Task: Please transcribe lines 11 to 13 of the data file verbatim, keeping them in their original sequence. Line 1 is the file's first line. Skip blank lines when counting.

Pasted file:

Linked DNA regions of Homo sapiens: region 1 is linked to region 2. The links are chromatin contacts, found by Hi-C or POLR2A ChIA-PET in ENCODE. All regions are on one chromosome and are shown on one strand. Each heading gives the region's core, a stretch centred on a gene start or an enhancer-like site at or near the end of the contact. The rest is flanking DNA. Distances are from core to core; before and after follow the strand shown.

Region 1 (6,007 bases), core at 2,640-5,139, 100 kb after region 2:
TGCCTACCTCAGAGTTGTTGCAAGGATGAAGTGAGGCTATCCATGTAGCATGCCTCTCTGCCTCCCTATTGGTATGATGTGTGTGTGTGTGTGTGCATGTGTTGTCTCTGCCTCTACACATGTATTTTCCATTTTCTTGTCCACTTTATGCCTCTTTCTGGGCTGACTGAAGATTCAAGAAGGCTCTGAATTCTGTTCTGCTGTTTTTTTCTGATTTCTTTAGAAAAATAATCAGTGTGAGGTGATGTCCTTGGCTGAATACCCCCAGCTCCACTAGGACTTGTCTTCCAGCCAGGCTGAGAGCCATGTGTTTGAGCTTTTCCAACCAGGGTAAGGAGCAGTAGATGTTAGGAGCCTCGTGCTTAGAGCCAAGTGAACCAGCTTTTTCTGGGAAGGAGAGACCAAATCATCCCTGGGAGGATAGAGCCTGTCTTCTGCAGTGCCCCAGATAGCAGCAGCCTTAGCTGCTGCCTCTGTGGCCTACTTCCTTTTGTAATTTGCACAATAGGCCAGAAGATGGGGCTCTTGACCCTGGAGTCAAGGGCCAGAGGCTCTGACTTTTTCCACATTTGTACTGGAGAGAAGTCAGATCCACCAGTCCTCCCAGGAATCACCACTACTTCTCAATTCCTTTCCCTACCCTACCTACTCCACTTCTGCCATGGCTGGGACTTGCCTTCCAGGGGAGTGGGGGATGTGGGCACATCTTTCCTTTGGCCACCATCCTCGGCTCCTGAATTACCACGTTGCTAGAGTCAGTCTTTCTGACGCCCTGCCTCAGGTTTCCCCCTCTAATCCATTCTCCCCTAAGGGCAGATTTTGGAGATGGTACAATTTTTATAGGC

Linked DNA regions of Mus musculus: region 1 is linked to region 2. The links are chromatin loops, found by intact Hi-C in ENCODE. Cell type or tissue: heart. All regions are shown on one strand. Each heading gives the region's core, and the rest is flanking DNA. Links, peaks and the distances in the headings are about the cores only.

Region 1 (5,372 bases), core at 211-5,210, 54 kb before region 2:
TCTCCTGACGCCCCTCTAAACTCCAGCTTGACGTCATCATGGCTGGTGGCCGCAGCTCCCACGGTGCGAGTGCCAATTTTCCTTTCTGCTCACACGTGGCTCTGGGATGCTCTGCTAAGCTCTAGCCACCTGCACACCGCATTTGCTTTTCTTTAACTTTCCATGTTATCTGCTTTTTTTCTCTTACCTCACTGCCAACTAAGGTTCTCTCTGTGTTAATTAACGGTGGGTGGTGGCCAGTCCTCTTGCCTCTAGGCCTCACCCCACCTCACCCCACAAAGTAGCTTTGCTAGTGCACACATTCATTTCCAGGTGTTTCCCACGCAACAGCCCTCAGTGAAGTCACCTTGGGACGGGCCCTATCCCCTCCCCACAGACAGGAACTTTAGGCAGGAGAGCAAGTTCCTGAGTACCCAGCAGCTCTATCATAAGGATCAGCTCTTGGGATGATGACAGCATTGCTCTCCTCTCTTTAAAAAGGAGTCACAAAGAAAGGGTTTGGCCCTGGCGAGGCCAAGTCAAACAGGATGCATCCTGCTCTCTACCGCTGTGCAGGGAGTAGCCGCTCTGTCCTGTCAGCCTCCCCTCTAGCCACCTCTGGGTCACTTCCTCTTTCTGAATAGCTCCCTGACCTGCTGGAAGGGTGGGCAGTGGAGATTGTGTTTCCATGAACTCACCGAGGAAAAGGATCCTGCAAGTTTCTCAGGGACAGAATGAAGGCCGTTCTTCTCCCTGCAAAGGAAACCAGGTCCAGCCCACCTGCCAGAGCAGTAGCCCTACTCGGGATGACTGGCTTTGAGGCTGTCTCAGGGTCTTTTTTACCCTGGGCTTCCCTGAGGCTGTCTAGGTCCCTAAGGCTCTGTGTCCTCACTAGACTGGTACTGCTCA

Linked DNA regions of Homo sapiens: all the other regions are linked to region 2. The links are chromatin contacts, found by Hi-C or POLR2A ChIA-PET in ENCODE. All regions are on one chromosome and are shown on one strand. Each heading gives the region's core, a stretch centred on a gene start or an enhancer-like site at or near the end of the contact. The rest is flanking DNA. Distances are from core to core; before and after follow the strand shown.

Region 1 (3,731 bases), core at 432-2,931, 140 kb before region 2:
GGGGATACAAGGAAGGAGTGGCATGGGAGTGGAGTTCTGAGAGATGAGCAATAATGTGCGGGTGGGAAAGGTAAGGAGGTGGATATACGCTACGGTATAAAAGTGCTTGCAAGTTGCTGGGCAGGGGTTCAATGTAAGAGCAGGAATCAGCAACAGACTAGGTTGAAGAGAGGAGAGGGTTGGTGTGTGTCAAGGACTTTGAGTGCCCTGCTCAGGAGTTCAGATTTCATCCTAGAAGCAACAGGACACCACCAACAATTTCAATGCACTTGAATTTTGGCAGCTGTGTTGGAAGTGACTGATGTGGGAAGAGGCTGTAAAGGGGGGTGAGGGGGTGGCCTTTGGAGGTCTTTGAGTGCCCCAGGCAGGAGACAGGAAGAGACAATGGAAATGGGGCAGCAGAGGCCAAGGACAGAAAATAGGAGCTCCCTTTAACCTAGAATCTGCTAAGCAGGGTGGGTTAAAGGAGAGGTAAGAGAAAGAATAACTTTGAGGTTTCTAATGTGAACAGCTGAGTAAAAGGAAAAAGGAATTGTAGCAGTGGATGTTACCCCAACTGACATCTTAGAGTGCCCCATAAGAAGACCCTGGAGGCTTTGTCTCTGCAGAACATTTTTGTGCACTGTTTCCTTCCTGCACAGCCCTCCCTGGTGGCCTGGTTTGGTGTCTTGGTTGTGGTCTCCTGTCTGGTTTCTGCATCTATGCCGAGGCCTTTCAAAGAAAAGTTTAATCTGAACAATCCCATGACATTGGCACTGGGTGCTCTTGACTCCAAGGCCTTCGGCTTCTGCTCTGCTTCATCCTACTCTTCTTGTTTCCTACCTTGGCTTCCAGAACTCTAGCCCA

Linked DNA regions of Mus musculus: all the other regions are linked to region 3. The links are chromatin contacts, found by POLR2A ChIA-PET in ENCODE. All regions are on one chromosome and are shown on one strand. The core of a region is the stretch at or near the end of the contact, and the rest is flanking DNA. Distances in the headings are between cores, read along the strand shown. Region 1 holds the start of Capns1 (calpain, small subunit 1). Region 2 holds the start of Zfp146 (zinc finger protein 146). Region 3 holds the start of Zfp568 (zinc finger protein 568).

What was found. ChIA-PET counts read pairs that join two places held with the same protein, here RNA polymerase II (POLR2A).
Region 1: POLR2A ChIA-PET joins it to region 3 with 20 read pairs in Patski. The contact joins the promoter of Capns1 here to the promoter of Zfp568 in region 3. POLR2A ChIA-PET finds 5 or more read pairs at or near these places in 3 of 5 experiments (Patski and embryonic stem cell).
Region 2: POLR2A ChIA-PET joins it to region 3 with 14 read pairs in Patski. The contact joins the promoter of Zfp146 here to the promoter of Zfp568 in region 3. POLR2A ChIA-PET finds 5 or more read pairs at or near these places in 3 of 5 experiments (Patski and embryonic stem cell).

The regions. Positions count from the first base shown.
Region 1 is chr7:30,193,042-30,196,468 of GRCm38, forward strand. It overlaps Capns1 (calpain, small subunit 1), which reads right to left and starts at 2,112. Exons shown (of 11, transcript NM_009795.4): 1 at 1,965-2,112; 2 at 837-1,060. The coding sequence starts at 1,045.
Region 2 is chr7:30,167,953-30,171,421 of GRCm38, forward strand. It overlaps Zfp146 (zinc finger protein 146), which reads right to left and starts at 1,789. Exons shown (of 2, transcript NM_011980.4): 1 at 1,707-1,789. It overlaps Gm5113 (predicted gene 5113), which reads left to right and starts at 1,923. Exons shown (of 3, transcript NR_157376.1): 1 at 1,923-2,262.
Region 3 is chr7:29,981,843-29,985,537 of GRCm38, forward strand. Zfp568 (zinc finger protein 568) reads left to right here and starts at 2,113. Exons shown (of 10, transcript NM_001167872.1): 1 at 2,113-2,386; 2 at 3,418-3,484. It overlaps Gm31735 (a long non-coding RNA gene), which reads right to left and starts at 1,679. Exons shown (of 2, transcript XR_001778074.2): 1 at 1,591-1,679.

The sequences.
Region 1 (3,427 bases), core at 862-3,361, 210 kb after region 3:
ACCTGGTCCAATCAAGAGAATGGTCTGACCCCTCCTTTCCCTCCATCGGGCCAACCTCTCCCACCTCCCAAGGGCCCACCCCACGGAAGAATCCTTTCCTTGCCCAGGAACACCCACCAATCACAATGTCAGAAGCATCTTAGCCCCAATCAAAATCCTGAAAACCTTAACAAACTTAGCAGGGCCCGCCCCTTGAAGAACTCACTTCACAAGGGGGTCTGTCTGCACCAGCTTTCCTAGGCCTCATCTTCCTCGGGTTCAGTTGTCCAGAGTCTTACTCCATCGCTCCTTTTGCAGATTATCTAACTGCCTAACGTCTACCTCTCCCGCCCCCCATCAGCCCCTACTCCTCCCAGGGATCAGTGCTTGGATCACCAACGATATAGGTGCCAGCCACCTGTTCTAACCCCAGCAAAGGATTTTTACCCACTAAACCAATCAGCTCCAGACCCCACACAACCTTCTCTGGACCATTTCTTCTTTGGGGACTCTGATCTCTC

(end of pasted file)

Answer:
What was found. ChIA-PET counts read pairs that join two places held with the same protein, here RNA polymerase II (POLR2A).
Region 1: POLR2A ChIA-PET joins it to region 3 with 20 read pairs in Patski. The contact joins the promoter of Capns1 here to the promoter of Zfp568 in region 3. POLR2A ChIA-PET finds 5 or more read pairs at or near these places in 3 of 5 experiments (Patski and embryonic stem cell).
Region 2: POLR2A ChIA-PET joins it to region 3 with 14 read pairs in Patski. The contact joins the promoter of Zfp146 here to the promoter of Zfp568 in region 3. POLR2A ChIA-PET finds 5 or more read pairs at or near these places in 3 of 5 experiments (Patski and embryonic stem cell).